“We need to change the culture and it’s on all of us to do that. Today a Santa Clara County jury gave a verdict that I hope will clearly vibrate throughout colleges, high schools and everywhere.”
-Jeff Rosen, District Attorney (speaking about the rape convictions of Stanford University student Brock Turner)
“She broke down upon hearing the verdict, but she feels validated, that finally her voice has been heard; she was violated and she was happy to hear that the jury saw that too. Turner now faces up to 10 years in prison.”
-Alaleh Kianerci, Prosecutor
“The case came to a close Thursday when the judge sentenced Turner to six months in county jail and then probation, and ordered him to register as a sex offender (lifetime) for three sexual assault counts; assault with intent to commit rape, sexual penetration, with a foreign object of an intoxicated person and sexual penetration with a foreign object of an unconscious person. When handing down Turner’s sentence, the judge in the case said he feared that imprisonment would have a “severe’ impact on Turner.”
-Palo Alto Online News
My Dear Readers,
I don’t need to rehash the outrage of the judge basing his sentencing on the impact of prison on the offender and not on the crime’s impact on the victim. We know how wrong that is. This week, I want to think more about the victim, and the concern that should be shown to her.
The 23-year-old victim, known as Emily Doe to protect her privacy, delivered the following words to the judge and the convicted defendant:
“You took away my worth, my privacy, my energy, my time, my confidence, my own voice until today. The damage is done, no one can undo it. And now we both have a choice. We can let this destroy us, I can remain angry and hurt and you can be in denial, or you can accept your punishment, and we can go on.”
—from Emily Doe’s impact statement
These are the words of a young woman with a strong will. The district attorney stated that the victim’s impact statement was “the most eloquent, powerful and compelling piece of victim advocacy that I’ve seen in my 20 years as a prosecutor.”
Reading this, we can comfort ourselves that she is fine, and is moving on with her life. This enables us to return ourselves to our own lives, moving through this highly paced society with the assumption that all is well.
However, all is NOT well. It is imperative that we do not simply accept this part of the victim’s impact statement and look closely not only at how this young woman continues to survive this sexual assault and how she has responded to its impact upon her life.
This legal case started out as a “no-brainer.” Two male graduate students, on a late night bicycle ride, observed a male behind a dumpster “with an erect penis humping a half-naked body.” When they approached him, the young male ran away, was caught by the two bicyclists, and was held until the police arrived and took him into custody.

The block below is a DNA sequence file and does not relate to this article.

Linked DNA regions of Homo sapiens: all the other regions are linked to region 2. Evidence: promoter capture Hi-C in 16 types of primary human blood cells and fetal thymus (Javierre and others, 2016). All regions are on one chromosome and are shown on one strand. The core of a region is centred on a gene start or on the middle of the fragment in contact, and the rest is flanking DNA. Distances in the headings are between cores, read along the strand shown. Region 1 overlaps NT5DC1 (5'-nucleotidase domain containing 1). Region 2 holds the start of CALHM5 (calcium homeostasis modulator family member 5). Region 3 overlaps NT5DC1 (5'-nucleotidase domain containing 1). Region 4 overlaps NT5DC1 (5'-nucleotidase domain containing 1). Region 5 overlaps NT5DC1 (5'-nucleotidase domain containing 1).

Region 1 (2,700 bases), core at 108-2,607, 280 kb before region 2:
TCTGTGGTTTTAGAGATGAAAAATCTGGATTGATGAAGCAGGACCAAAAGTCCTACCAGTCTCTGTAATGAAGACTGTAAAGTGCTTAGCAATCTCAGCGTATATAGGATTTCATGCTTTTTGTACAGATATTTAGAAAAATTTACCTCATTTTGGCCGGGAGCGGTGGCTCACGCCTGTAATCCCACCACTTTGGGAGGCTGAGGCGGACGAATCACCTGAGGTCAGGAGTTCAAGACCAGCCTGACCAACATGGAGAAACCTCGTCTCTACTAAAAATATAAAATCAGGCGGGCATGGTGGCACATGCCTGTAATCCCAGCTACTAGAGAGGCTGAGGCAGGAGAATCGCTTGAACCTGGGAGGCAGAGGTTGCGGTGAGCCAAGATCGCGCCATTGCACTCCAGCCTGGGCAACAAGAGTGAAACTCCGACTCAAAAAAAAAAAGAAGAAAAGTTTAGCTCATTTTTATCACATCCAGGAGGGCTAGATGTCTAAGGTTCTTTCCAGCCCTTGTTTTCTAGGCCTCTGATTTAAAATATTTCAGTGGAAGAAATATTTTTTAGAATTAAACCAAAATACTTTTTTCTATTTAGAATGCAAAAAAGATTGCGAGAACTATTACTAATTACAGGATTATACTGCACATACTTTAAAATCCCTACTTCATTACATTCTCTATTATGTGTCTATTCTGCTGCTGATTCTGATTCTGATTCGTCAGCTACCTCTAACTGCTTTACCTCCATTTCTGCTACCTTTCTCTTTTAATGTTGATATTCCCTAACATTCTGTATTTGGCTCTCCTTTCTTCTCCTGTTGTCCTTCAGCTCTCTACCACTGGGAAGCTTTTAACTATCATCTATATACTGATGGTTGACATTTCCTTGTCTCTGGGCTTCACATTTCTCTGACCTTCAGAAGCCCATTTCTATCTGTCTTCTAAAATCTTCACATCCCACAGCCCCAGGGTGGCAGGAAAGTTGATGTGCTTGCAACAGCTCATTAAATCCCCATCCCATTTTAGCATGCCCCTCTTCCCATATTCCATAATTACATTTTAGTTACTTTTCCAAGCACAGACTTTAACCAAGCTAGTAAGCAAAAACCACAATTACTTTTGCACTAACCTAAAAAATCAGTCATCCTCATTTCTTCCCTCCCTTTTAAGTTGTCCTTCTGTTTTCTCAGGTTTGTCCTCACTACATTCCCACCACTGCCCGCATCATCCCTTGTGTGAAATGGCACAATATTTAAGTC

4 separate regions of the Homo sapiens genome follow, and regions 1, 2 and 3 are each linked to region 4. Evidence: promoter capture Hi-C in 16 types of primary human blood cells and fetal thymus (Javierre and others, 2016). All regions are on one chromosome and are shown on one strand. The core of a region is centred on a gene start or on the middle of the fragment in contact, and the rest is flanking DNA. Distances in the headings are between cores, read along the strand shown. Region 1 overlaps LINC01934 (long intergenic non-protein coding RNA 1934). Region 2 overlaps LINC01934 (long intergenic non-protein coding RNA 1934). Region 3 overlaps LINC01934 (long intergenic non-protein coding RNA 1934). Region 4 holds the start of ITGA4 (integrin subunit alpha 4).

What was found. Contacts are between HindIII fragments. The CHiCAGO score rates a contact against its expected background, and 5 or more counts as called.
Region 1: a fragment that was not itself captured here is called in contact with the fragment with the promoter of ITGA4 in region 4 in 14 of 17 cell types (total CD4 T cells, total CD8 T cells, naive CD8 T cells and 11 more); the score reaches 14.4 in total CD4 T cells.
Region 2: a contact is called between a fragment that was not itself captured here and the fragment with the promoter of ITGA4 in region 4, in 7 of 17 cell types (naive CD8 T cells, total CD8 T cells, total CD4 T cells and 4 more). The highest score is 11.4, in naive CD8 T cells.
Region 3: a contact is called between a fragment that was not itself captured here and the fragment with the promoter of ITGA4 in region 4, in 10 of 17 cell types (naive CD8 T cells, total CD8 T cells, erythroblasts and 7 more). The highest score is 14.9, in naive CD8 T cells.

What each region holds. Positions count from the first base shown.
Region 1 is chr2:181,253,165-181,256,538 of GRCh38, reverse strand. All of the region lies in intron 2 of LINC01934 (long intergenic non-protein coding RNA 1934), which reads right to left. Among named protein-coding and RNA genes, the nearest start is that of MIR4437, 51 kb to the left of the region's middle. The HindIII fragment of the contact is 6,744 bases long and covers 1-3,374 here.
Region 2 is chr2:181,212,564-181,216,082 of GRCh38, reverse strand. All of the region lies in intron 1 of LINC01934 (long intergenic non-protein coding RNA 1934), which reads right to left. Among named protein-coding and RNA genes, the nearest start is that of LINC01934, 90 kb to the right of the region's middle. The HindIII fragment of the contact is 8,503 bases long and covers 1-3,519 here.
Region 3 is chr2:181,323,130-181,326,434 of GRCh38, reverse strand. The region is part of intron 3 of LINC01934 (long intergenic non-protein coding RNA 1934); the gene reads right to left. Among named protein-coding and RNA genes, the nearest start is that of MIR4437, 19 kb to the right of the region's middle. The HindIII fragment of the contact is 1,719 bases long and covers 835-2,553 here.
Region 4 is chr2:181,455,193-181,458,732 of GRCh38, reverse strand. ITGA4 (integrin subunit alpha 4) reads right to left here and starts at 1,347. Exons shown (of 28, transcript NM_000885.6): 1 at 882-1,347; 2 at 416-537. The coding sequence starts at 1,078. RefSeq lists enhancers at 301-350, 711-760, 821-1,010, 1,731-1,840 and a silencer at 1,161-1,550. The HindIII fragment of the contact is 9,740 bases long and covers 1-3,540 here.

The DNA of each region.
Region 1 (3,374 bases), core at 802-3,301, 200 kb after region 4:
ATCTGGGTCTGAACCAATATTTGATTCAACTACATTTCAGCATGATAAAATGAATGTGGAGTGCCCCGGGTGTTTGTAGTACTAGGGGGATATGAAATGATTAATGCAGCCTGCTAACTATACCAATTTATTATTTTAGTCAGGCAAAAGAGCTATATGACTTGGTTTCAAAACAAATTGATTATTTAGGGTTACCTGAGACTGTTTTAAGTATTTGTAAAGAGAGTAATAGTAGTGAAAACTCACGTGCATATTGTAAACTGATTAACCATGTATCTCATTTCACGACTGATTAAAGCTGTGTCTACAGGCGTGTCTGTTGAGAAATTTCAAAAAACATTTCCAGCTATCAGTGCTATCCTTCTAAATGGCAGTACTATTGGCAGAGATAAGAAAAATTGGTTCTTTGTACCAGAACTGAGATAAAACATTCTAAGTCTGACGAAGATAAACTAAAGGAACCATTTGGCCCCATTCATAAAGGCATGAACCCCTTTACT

I have written before about white male privilege and the subtle impact it has on the daily life of so many people. This case may well have been resolved expediently had the assailant been a person of color, a religious minority, or a member of the LGBT community. I am sure that the “concern” that the judge showed for Turner would not have been extended to people with those backgrounds.
However, in this case, this was a young white man from a family with money who was a varsity swimmer and a member of an elite fraternity on campus—which makes this verdict—the judge’s concern for preserving his welfare over that of the person he victimized—the essence of privilege.
So instead of moving on with her life, which a legal hearing, a settlement, and a formal apology would have allowed her to do, the victim must now face powerful attorneys hired by the family, expert witnesses and private investigators who would focus on finding details about her personal life to use against her, loopholes to exploit, and concoct ways to invalidate her account of the sexual assault.
Concluding Remarks Dr. Kane
As I stated at the beginning, all is not well. However, with time, work, and her own strong will, Emily Doe can balance this life-changing event within her psychological self and eventually use it to drive her life and thrive in the future.
This event is a textbook example of complex trauma, and the experiences that Emily Doe shares in her statement show the effects of complex PTSD. Aside from the initial traumatic event, there are vicarious and remembered traumas that she will continue to suffer, and will need the assistance of significant therapy to recover from. From her full statement, linked here, she appears to be on her way.
Until the next crossroads, the journey continues…